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Buying New Ski Equipment

THE MORE QUESTIONS YOU ANSWER, THE BETTER

Ski Shop - Snowlink

Before you walk into a ski shop to buy your gear, we recommend you read up, like you're doing on snowlink.com. Familiarize yourself with the basics. But when it comes down to the shopping and fitting, you can trust a good snow sports specialty retailer to know their products and how to find the right ones for you.

They're going to ask you some questions you've thought about, and some you probably haven't. But in the end, each answer will help better select the length, width, flex, and tech specs that are best suited to make your days on the mountain the best they can be.

Questions You Will/Should Hear:

Do you own any equipment now? What is it?

What is your skill level? How often have you skied before?

Note: Do. Not. Lie. You don't need to impress the salesperson. Equipment that's too advanced will only hamper your development and progression. Be honest.

Where do you plan on skiing? East coast, west coast? Which resorts?

How often do you ski each year?

What terrain do you prefer? What types of trails? What do you aspire to ski?

Note: Are you a blue square kind of person? Not everyone likes ungroomed trails and moguls. But if you want to try them, or want to try your luck in the terrain park or in the pipe, make sure to let the salesperson know. It might change what they recommend to you.

Boot Questions are Super-Important

Ski Shop - SnowlinkHave you outgrown a pair of boots—why are you replacing them?

How did they fit?

What brand were they?

Note: Some manufacturers fit wider, narrower, shorter, etc. than others. A boot that fits great can help the salesperson know what brands you can go with this time around.

Do you have any special foot conditions, history of surgery, breaks, protrusions?

Note: Boot fitters can make any boot more comfortable for you, accomodating idiosyncrocies like a second toe that's longer than the first, a heel spur or a bunion. Not a time to be embarrassed. Your feet will thank you all season long

Time to Head to the Shop!

Ski Manufacturer - Snowlink

Do your research, but don't try to memorize it. Just familiarize yourself with important questions and be ready to answer them. An important thing to think about: whether the shop is the new spot in town or a long-time business, if you're not being asked any questions, you might want to go someplace else.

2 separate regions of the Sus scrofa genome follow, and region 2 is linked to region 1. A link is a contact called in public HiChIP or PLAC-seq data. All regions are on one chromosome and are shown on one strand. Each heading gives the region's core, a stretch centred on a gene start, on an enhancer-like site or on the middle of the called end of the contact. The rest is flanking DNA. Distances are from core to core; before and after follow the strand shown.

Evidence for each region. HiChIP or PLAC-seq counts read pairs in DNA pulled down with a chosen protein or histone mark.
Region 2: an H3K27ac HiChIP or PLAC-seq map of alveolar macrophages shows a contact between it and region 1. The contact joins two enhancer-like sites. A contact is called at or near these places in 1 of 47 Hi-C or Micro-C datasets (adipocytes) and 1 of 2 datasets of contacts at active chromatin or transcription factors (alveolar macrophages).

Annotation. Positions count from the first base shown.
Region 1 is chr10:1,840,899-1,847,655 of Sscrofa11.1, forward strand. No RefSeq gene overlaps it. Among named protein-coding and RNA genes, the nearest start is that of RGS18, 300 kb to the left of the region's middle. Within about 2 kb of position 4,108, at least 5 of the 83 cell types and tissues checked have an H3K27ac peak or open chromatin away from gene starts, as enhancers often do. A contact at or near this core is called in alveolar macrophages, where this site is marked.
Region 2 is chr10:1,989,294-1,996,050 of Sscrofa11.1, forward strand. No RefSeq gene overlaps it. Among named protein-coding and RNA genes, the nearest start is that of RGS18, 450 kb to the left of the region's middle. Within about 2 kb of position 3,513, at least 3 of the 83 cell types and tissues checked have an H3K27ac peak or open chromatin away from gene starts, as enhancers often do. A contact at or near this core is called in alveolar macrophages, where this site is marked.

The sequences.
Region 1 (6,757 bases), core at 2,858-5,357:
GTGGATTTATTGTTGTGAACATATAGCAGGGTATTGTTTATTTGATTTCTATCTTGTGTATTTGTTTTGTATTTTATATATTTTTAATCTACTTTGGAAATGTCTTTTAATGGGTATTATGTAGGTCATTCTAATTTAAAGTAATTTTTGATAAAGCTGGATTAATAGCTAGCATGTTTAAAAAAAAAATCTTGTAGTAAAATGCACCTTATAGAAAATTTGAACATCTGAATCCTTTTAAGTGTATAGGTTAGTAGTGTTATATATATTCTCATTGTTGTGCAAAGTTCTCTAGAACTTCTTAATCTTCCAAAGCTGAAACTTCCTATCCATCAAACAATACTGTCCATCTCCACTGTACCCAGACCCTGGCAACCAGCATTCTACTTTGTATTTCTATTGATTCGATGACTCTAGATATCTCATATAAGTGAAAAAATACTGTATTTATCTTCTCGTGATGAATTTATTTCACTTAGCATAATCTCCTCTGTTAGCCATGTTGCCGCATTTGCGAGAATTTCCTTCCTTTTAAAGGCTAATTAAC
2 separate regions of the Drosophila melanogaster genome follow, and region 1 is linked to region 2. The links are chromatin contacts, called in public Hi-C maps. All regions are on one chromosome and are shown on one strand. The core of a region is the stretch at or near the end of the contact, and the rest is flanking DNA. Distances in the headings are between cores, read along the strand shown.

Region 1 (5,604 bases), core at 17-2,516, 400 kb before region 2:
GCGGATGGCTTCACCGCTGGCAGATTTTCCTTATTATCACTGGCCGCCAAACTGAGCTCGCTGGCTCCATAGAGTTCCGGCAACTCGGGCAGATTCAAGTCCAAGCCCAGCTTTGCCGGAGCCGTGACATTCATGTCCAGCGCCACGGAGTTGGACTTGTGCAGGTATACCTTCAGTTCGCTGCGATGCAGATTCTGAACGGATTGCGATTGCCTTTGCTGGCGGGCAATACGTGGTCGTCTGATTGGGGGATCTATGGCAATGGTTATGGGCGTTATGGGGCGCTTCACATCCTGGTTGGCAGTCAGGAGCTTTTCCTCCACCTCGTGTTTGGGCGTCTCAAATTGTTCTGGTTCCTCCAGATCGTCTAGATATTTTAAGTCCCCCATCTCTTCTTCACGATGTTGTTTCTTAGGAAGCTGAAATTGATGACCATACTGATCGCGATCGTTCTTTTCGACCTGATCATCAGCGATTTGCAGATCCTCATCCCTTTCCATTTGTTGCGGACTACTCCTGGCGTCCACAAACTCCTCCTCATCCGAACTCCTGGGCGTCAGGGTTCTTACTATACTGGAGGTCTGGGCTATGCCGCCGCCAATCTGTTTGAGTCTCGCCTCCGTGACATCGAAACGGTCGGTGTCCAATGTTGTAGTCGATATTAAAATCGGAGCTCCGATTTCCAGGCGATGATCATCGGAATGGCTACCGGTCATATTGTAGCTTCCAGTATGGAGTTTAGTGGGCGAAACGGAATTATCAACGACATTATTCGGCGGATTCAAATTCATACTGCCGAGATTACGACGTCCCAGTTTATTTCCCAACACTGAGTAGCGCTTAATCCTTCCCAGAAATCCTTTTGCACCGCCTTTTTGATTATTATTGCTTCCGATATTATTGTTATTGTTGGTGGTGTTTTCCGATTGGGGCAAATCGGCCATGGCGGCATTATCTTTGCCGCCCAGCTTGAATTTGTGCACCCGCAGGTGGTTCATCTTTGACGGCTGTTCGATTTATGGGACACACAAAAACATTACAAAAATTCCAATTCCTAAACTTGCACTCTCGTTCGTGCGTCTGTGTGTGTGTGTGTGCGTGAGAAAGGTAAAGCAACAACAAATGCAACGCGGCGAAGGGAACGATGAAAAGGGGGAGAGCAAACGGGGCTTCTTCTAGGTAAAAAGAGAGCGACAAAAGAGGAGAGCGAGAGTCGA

Content courtesy of SnowSports Industries America | SIA and Snowlink.com.
 

Buying New Ski Equipment

THE MORE QUESTIONS YOU ANSWER, THE BETTER

Ski Shop - Snowlink

Before you walk into a ski shop to buy your gear, we recommend you read up, like you're doing on snowlink.com. Familiarize yourself with the basics. But when it comes down to the shopping and fitting, you can trust a good snow sports specialty retailer to know their products and how to find the right ones for you.

They're going to ask you some questions you've thought about, and some you probably haven't. But in the end, each answer will help better select the length, width, flex, and tech specs that are best suited to make your days on the mountain the best they can be.

Questions You Will/Should Hear:

Do you own any equipment now? What is it?

What is your skill level? How often have you skied before?

Note: Do. Not. Lie. You don't need to impress the salesperson. Equipment that's too advanced will only hamper your development and progression. Be honest.

Where do you plan on skiing? East coast, west coast? Which resorts?

How often do you ski each year?

What terrain do you prefer? What types of trails? What do you aspire to ski?

Note: Are you a blue square kind of person? Not everyone likes ungroomed trails and moguls. But if you want to try them, or want to try your luck in the terrain park or in the pipe, make sure to let the salesperson know. It might change what they recommend to you.

Boot Questions are Super-Important

Ski Shop - SnowlinkHave you outgrown a pair of boots—why are you replacing them?

How did they fit?

What brand were they?

Note: Some manufacturers fit wider, narrower, shorter, etc. than others. A boot that fits great can help the salesperson know what brands you can go with this time around.

Do you have any special foot conditions, history of surgery, breaks, protrusions?

Note: Boot fitters can make any boot more comfortable for you, accomodating idiosyncrocies like a second toe that's longer than the first, a heel spur or a bunion. Not a time to be embarrassed. Your feet will thank you all season long

Time to Head to the Shop!

Ski Manufacturer - Snowlink

Do your research, but don't try to memorize it. Just familiarize yourself with important questions and be ready to answer them. An important thing to think about: whether the shop is the new spot in town or a long-time business, if you're not being asked any questions, you might want to go someplace else.

Content courtesy of SnowSports Industries America | SIA and Snowlink.com.